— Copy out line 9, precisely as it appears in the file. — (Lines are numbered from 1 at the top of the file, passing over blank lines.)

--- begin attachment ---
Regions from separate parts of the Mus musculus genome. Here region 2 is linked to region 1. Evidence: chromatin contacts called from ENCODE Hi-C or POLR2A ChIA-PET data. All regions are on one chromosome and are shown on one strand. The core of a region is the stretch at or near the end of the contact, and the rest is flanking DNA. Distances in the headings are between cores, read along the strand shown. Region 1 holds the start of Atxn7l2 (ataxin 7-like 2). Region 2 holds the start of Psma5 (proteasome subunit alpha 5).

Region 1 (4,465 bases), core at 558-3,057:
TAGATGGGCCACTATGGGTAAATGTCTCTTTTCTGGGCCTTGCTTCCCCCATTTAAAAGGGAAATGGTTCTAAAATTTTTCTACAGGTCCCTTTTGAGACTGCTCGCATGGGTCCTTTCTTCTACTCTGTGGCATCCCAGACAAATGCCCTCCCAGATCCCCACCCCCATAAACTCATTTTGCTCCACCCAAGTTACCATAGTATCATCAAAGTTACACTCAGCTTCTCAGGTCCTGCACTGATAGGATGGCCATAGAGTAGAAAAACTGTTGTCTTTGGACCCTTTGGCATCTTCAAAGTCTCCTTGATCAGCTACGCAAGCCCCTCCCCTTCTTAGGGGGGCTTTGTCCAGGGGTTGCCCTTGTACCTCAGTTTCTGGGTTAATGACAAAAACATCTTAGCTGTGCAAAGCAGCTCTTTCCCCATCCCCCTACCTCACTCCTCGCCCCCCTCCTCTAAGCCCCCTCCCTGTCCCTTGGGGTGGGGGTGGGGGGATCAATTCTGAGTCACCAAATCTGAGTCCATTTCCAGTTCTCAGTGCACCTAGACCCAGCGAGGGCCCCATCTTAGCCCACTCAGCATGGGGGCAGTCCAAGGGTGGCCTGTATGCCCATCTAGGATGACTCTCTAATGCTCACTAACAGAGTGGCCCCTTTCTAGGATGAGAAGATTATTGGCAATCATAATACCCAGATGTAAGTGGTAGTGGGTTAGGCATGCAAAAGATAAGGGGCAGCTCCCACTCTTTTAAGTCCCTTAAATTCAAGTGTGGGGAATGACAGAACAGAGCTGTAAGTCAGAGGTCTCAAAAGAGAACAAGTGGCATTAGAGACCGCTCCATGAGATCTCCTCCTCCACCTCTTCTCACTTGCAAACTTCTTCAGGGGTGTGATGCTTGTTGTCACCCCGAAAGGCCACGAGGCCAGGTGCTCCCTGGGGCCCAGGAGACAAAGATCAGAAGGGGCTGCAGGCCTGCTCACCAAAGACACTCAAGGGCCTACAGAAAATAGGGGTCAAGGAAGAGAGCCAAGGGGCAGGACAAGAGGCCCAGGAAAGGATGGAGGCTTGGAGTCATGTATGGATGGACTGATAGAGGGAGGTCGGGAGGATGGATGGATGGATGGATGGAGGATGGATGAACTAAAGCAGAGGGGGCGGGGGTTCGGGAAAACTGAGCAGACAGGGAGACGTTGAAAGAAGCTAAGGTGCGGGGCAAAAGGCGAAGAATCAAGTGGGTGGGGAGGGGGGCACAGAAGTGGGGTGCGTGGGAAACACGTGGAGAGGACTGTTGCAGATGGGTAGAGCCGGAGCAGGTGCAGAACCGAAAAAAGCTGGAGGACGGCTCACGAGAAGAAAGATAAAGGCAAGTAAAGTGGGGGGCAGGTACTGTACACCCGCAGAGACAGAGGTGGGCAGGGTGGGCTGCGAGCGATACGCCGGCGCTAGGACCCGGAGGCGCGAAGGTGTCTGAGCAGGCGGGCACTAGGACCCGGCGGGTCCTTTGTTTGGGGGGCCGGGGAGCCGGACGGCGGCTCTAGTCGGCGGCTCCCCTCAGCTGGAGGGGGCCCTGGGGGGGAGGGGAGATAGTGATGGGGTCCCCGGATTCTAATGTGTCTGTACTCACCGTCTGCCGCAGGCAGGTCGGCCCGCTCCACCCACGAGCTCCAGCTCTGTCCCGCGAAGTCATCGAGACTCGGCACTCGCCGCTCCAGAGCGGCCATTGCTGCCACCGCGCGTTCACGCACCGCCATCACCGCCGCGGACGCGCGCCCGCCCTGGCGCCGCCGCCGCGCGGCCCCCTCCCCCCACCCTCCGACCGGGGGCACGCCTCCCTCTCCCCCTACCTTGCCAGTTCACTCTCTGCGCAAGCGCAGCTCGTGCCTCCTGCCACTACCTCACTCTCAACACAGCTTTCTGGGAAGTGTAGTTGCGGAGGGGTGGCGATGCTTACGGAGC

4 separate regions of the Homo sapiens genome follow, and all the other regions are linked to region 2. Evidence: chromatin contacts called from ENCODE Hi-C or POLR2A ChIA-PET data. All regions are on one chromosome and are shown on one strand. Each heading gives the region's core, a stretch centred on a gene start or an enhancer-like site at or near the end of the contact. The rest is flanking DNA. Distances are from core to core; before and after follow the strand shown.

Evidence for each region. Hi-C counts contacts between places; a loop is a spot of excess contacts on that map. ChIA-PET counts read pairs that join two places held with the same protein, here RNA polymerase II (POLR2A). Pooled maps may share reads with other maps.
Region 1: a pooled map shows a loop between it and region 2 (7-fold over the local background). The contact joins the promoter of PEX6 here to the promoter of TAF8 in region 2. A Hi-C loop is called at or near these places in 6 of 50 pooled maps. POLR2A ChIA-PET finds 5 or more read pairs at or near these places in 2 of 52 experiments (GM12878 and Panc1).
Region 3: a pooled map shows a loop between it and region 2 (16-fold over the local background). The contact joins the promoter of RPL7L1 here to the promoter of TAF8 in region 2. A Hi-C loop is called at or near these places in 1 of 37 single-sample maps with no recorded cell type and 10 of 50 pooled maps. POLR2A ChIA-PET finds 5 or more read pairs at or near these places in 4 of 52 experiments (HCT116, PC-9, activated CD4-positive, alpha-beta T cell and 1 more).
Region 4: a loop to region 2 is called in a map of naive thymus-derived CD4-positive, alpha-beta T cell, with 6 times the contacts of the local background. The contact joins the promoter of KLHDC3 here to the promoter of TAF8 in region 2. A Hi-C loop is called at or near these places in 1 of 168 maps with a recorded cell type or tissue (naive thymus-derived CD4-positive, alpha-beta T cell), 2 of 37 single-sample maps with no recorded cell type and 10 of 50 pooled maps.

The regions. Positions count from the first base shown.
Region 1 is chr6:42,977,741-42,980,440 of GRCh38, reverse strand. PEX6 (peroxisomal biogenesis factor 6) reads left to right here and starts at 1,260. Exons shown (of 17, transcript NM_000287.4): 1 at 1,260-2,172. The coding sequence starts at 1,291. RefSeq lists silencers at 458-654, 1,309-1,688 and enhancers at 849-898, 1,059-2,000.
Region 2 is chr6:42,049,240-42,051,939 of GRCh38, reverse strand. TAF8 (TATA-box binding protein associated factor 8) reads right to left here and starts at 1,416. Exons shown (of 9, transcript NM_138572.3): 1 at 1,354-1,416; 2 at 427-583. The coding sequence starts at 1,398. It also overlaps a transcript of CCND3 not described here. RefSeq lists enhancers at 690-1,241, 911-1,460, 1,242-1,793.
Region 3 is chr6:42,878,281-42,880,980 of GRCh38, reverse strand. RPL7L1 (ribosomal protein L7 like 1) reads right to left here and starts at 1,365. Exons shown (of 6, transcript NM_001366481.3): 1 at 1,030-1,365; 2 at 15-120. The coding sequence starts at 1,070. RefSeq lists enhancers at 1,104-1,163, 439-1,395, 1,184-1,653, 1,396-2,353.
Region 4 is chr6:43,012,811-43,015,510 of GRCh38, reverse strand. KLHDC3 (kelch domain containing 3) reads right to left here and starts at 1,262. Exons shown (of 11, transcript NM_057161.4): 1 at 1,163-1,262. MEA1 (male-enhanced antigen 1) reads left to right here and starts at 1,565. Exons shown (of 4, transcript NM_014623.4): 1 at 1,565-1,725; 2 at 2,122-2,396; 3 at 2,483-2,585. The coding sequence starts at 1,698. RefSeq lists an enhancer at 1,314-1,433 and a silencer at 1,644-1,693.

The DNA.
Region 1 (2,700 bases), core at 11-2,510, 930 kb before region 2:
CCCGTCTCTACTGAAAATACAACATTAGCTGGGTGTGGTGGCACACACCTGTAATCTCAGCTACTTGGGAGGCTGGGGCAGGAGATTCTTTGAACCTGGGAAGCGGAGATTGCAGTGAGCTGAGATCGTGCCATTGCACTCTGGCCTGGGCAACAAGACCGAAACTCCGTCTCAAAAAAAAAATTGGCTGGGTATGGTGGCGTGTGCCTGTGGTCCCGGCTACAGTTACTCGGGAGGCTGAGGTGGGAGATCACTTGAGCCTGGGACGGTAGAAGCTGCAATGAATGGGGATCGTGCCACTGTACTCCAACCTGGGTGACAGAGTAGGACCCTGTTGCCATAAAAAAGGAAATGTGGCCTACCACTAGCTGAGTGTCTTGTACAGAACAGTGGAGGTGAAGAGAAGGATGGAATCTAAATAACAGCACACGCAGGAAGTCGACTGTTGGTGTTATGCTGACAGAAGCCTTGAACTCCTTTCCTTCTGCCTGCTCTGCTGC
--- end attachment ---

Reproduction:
The regions. Positions count from the first base shown.